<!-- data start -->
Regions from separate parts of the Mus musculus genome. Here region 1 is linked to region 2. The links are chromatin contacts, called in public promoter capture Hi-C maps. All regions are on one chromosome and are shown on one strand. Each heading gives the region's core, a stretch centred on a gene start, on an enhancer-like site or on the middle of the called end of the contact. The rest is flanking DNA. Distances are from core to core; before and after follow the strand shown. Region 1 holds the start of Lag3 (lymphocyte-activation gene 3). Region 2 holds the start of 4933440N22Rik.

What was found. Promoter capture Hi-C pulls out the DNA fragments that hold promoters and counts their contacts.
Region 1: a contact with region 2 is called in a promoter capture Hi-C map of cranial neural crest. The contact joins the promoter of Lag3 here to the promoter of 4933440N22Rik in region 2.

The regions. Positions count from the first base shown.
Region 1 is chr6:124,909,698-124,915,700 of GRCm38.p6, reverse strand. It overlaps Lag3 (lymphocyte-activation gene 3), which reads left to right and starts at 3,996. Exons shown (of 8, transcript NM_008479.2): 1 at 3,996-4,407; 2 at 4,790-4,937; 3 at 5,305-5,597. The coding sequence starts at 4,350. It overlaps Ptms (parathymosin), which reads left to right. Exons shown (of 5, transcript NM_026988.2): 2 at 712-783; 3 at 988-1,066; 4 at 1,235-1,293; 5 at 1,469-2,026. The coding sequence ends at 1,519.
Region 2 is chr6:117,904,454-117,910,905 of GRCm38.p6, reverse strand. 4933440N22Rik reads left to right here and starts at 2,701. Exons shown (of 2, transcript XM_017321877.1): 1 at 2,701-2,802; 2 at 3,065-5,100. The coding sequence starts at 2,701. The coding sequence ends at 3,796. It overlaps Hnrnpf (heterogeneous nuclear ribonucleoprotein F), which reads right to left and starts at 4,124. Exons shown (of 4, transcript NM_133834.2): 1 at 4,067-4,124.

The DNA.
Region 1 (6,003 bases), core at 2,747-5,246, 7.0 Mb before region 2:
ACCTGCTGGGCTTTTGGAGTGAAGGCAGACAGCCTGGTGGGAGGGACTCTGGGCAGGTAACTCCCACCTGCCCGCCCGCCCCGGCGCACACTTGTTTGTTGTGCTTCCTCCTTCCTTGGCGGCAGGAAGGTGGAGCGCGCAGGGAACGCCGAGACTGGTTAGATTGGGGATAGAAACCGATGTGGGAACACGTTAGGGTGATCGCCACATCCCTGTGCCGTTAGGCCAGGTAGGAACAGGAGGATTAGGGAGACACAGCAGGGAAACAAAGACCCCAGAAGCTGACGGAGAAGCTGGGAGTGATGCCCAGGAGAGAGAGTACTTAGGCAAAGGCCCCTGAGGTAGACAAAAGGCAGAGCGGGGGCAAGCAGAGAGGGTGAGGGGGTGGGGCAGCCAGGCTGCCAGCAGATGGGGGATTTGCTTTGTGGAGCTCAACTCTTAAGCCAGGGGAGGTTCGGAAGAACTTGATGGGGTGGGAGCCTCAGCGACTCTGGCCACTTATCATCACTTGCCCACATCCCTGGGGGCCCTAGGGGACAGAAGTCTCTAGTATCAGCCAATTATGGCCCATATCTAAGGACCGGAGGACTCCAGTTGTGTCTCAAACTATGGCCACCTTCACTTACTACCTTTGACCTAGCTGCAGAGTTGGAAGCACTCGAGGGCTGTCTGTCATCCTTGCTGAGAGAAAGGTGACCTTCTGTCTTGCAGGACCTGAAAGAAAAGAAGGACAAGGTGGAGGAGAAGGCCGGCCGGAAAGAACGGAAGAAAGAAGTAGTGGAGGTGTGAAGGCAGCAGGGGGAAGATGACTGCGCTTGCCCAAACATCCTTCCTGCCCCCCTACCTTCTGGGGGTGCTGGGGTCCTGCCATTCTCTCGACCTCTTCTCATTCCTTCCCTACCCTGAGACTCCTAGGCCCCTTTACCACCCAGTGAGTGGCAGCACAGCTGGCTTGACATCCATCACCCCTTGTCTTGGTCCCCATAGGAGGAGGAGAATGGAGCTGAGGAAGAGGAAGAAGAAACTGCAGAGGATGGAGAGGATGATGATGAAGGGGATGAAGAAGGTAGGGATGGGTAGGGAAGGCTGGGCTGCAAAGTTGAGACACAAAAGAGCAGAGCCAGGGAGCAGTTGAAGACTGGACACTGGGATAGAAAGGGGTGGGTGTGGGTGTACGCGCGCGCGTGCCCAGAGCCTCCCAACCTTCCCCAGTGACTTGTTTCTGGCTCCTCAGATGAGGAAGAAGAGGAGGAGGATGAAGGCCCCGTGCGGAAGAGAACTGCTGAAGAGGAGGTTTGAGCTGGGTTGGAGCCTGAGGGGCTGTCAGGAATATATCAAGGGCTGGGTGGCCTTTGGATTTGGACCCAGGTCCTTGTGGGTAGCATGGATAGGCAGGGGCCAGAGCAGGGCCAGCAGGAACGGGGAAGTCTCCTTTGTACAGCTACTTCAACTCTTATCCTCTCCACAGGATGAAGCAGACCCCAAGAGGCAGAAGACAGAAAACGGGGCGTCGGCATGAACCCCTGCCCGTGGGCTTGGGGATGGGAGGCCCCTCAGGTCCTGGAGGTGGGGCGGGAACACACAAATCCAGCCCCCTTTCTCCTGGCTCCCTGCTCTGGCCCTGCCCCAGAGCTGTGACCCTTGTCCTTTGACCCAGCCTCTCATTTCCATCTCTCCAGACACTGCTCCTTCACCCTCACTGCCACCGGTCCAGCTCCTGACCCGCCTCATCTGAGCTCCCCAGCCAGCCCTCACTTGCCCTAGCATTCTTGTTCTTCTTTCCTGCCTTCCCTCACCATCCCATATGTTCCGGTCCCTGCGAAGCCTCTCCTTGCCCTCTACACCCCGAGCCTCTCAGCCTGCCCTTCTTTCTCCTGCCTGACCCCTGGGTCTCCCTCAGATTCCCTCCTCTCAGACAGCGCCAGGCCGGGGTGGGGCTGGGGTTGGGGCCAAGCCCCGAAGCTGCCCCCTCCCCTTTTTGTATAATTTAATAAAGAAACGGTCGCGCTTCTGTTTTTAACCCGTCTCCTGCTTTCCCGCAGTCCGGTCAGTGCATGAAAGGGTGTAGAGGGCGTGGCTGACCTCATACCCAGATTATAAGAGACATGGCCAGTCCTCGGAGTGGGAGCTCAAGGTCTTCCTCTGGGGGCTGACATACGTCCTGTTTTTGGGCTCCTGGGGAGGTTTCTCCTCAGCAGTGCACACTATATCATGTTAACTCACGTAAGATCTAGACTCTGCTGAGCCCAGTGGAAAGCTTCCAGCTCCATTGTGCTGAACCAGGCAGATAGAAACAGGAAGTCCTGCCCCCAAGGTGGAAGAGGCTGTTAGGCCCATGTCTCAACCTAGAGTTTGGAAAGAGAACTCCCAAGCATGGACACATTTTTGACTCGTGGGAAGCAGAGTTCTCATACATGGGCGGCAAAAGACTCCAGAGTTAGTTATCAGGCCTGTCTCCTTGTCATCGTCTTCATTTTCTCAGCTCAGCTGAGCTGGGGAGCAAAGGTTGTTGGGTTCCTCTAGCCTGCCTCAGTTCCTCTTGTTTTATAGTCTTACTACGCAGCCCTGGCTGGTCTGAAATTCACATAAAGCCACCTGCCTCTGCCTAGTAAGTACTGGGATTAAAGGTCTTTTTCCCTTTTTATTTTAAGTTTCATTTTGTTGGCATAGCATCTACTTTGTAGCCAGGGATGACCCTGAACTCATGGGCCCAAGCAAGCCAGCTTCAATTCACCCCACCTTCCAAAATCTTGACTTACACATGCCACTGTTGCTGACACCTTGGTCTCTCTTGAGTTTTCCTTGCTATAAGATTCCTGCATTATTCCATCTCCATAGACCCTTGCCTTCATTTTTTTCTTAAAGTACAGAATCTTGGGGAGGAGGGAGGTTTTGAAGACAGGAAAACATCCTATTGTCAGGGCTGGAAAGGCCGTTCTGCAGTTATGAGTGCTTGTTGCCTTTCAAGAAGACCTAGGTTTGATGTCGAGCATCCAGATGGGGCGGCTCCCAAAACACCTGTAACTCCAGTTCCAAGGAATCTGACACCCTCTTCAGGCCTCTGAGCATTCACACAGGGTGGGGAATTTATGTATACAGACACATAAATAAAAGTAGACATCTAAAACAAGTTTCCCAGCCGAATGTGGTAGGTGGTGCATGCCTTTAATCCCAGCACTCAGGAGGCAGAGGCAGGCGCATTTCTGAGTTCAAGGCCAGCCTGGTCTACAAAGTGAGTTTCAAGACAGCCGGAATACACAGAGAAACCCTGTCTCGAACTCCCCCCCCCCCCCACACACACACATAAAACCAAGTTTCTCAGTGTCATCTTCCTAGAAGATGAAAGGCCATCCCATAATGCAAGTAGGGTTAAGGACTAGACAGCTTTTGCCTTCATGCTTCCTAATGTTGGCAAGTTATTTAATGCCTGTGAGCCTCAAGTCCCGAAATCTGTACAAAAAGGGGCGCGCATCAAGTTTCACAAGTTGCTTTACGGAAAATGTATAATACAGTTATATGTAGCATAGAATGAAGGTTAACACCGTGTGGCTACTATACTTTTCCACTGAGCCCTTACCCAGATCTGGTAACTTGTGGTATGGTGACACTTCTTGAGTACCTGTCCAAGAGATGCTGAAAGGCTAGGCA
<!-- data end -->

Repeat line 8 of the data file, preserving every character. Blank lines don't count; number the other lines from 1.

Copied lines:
Region 1 (6,003 bases), core at 2,747-5,246, 7.0 Mb before region 2: